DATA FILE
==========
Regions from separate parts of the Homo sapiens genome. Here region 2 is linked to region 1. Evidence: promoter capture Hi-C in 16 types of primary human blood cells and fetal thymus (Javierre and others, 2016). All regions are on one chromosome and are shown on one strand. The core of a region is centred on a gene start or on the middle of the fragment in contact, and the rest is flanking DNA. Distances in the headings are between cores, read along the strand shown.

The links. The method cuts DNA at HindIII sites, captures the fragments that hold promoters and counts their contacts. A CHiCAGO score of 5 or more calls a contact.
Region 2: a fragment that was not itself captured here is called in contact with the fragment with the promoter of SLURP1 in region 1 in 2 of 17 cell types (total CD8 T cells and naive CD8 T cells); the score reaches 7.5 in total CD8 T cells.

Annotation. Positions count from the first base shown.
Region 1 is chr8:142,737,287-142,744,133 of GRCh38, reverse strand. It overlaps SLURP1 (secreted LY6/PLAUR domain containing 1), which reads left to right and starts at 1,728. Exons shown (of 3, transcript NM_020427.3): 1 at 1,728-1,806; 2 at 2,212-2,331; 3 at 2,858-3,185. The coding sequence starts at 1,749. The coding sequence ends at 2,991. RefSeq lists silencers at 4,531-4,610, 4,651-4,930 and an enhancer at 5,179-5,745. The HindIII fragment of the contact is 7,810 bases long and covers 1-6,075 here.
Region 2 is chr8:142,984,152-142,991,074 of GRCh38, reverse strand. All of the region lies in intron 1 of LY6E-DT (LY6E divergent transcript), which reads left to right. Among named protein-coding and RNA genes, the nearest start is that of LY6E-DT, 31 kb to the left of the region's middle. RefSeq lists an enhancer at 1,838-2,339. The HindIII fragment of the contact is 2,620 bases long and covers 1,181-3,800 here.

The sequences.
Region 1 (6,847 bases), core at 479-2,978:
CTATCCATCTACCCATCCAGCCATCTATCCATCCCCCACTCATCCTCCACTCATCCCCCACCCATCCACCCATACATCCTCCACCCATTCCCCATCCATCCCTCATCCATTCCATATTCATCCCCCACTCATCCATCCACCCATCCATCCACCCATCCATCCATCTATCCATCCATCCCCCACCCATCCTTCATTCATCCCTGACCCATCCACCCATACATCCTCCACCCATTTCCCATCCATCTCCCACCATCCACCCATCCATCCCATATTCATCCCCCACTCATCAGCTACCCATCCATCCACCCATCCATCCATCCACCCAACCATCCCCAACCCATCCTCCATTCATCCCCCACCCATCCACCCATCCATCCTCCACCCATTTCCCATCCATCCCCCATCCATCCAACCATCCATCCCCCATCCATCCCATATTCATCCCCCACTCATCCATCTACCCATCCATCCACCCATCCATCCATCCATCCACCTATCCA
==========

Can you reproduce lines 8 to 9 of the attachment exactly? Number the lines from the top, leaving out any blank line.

Region 1 (6,847 bases), core at 479-2,978:
CTATCCATCTACCCATCCAGCCATCTATCCATCCCCCACTCATCCTCCACTCATCCCCCACCCATCCACCCATACATCCTCCACCCATTCCCCATCCATCCCTCATCCATTCCATATTCATCCCCCACTCATCCATCCACCCATCCATCCACCCATCCATCCATCTATCCATCCATCCCCCACCCATCCTTCATTCATCCCTGACCCATCCACCCATACATCCTCCACCCATTTCCCATCCATCTCCCACCATCCACCCATCCATCCCATATTCATCCCCCACTCATCAGCTACCCATCCATCCACCCATCCATCCATCCACCCAACCATCCCCAACCCATCCTCCATTCATCCCCCACCCATCCACCCATCCATCCTCCACCCATTTCCCATCCATCCCCCATCCATCCAACCATCCATCCCCCATCCATCCCATATTCATCCCCCACTCATCCATCTACCCATCCATCCACCCATCCATCCATCCATCCACCTATCCA